One of the worst things about the Lone Grove tornado is that there is no guarantee that something similar will not happen again this year in Carter County.

 


One of the worst things about the Lone Grove tornado is that there is no guarantee that something similar will not happen again this year in Carter County.


The United States averages about 1,500 tornados a year, more than any other country in the world. A large percentage of those tornados occur in the south and south central portions of the country. Tornados are most numerous in Oklahoma in the spring, but, as observed recently, they can occur at any time of year.


Brian Barnes, who hosts the storm chasers blog, www.stormchasers.com, said 2009 could be a very active year for tornados.


“Based on climate data, I suspect that this is going to be an extremely busy storm season and the tornado threat will be intense this spring,” he said. “Historically, it’s when we go through a low tornado frequency period when people drop their guard, and then the first big storm takes everyone by surprise. That’s when we see tornado-related fatalities increase dramatically.”


Oklahoma Department of Emergency Management Public Information Manager Michelann Ooten said the Lone Grove tornado reaffirmed many of the things emergency management directors have been telling people for years. Ooten said everyone should develop a plan well before severe weather threatens.


“We need to be aware of the weather year-round, and when tornado warnings are issued, seek information and put that plan in place,” she said. “The time to develop a plan is not when a tornado warning is issued.”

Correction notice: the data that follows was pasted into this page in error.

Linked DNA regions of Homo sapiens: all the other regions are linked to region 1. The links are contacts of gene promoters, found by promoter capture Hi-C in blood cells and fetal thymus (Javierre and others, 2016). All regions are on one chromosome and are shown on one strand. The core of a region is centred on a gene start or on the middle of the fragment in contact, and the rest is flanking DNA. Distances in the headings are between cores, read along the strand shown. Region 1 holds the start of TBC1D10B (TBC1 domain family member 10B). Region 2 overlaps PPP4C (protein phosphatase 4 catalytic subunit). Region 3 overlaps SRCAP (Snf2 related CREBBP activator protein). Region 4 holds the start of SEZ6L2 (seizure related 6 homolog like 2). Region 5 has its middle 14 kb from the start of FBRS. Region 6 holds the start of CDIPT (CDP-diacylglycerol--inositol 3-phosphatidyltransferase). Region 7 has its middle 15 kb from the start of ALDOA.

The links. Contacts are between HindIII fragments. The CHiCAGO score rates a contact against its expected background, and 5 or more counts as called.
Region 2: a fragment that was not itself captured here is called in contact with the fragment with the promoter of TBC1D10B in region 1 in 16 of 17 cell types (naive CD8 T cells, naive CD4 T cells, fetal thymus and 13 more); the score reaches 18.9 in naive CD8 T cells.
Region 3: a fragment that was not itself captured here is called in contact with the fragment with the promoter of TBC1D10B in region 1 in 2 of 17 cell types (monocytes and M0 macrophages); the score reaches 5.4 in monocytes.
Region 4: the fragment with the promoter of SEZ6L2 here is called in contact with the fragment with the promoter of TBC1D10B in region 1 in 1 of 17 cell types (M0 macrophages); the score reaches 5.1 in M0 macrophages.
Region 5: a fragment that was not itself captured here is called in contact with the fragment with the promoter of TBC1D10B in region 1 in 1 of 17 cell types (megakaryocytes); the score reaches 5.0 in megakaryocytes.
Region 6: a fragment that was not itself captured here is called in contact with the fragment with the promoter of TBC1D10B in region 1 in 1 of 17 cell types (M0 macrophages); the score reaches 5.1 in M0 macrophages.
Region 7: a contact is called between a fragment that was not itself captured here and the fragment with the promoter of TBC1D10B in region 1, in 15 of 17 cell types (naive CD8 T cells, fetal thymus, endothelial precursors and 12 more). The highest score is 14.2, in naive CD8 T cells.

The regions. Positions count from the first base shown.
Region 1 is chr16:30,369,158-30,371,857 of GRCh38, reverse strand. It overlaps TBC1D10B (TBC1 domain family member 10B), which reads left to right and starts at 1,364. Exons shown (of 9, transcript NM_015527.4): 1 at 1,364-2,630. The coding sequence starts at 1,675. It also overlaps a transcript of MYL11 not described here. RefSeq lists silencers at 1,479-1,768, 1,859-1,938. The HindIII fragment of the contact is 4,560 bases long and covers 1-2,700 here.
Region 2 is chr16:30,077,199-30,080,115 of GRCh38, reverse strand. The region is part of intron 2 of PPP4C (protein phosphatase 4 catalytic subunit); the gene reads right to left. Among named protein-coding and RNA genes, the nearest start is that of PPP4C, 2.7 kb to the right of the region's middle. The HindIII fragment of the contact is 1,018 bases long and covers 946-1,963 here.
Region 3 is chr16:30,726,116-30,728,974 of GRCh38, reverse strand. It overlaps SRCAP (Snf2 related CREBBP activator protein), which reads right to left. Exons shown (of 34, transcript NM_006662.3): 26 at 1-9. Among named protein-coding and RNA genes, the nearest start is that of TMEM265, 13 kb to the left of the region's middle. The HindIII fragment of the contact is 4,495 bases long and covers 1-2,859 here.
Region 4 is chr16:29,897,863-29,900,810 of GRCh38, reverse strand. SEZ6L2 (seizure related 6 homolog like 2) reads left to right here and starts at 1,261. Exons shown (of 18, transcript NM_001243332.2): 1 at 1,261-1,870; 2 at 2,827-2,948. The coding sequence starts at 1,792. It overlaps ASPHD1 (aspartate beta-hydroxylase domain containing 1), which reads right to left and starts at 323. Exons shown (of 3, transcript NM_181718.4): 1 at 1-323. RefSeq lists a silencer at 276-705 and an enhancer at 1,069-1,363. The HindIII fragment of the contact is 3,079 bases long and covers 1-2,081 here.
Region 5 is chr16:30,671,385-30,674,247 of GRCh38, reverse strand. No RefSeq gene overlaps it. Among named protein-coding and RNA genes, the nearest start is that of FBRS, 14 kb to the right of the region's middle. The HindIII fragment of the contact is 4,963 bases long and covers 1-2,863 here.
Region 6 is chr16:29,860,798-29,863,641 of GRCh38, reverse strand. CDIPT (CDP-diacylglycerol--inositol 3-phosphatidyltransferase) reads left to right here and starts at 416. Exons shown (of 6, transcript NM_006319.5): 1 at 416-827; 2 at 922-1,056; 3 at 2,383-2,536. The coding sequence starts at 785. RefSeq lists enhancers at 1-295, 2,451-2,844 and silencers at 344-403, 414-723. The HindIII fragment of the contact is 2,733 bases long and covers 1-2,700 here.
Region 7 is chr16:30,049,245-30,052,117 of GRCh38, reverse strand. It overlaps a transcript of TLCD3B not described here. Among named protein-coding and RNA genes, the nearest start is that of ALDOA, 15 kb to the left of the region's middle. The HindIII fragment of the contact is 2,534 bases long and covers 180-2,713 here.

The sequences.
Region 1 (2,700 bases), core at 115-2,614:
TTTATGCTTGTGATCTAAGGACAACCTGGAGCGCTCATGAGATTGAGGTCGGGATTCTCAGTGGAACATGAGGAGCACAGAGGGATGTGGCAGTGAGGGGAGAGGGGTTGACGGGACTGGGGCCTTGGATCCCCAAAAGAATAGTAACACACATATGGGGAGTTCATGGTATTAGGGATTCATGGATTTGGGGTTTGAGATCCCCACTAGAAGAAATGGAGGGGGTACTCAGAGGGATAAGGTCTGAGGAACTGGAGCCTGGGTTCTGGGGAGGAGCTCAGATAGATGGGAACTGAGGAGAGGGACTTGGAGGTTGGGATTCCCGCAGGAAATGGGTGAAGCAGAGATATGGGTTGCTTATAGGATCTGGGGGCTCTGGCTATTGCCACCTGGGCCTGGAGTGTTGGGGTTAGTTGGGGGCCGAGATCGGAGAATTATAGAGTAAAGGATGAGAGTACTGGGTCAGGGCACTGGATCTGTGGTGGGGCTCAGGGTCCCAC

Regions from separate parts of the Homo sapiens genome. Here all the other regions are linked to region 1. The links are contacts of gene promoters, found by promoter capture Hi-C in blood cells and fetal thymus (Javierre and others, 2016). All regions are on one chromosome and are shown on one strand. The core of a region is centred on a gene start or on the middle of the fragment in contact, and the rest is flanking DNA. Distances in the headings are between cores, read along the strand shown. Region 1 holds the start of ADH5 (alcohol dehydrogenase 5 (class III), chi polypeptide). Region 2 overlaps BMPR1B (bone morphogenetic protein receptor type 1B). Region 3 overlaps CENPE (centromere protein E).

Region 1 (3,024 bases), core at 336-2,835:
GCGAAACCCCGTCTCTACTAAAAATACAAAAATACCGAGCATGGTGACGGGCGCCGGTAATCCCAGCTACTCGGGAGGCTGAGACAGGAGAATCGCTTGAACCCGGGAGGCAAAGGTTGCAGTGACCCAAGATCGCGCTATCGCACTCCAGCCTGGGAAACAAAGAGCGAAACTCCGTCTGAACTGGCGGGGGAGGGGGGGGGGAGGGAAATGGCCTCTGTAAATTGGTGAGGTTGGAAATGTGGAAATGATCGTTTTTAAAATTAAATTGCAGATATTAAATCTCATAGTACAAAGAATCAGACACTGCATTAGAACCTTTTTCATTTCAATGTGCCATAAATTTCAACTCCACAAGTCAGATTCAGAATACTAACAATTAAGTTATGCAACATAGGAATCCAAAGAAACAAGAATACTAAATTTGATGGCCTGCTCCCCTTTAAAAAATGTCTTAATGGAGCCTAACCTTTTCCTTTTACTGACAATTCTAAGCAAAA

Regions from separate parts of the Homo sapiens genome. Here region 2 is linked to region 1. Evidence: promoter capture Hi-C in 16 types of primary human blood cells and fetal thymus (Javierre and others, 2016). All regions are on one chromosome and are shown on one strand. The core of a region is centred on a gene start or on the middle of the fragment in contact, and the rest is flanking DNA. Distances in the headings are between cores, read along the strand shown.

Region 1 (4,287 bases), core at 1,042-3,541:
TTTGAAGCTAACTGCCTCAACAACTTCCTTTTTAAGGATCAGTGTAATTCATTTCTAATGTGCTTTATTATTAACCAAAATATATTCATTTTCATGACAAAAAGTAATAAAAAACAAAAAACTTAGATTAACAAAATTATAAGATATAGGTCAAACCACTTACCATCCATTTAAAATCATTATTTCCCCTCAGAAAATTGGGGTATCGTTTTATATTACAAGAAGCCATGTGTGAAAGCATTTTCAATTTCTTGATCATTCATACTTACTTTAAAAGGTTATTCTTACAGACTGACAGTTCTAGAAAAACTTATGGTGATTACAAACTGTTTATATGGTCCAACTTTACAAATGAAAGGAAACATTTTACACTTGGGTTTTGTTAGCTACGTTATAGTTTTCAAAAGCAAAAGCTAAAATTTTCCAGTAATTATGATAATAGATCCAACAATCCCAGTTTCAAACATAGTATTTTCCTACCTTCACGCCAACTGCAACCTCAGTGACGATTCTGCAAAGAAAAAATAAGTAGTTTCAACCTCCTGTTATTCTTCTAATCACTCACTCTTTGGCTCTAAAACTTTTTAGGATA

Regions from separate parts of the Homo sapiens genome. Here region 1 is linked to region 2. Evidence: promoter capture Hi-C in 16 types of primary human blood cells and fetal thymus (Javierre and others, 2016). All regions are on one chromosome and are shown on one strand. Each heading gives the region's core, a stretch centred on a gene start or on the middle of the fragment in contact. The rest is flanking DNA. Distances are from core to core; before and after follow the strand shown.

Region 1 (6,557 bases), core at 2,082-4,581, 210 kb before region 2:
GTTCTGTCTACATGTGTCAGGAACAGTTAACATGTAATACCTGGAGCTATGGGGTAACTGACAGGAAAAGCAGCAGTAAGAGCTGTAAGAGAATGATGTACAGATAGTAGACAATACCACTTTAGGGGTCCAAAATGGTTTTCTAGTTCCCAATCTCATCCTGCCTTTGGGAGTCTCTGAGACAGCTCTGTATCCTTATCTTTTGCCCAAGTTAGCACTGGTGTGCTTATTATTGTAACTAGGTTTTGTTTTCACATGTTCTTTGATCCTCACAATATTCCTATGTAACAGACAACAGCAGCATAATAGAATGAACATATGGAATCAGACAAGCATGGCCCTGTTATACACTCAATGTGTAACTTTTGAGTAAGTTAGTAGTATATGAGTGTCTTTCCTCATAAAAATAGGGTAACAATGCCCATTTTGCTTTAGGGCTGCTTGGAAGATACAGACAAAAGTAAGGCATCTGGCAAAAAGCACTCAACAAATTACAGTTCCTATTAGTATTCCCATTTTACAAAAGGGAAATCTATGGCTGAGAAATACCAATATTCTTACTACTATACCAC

Every family should have a tornado emergency plan that includes how to properly shelter-in-place or evacuate if there is time. Have a pre-determined place to meet after the tornado has passed.

 

Families should practice their plans once a year so everyone knows what is expected.


 And homes, schools and businesses should always have National Oceanic and Atmospheric Administration weather radios. The NOAA radios have a warning tone alarm that sounds when severe thunderstorms or tornados are headed for the area.


In addition to tornados, spring storms can also bring violent thunderstorms, hail, straight-line winds, lightning and flooding rains. Lightning kills an average of 73 Americans each year and injures more than 300. Flash floods kill an average of 146 people a year, with half of them drowning in their vehicles.


Ooten and other emergency management experts say that those individuals and families who are prepared and have a plan are much more likely to survive a serious weather outbreak.


“If you are waiting until you hear the tornado siren, it’s too late,” Ardmore Fire Chief J.D. Spohn said.


Steve Biehn, 221-6546
steve.biehn@ardmoreite.com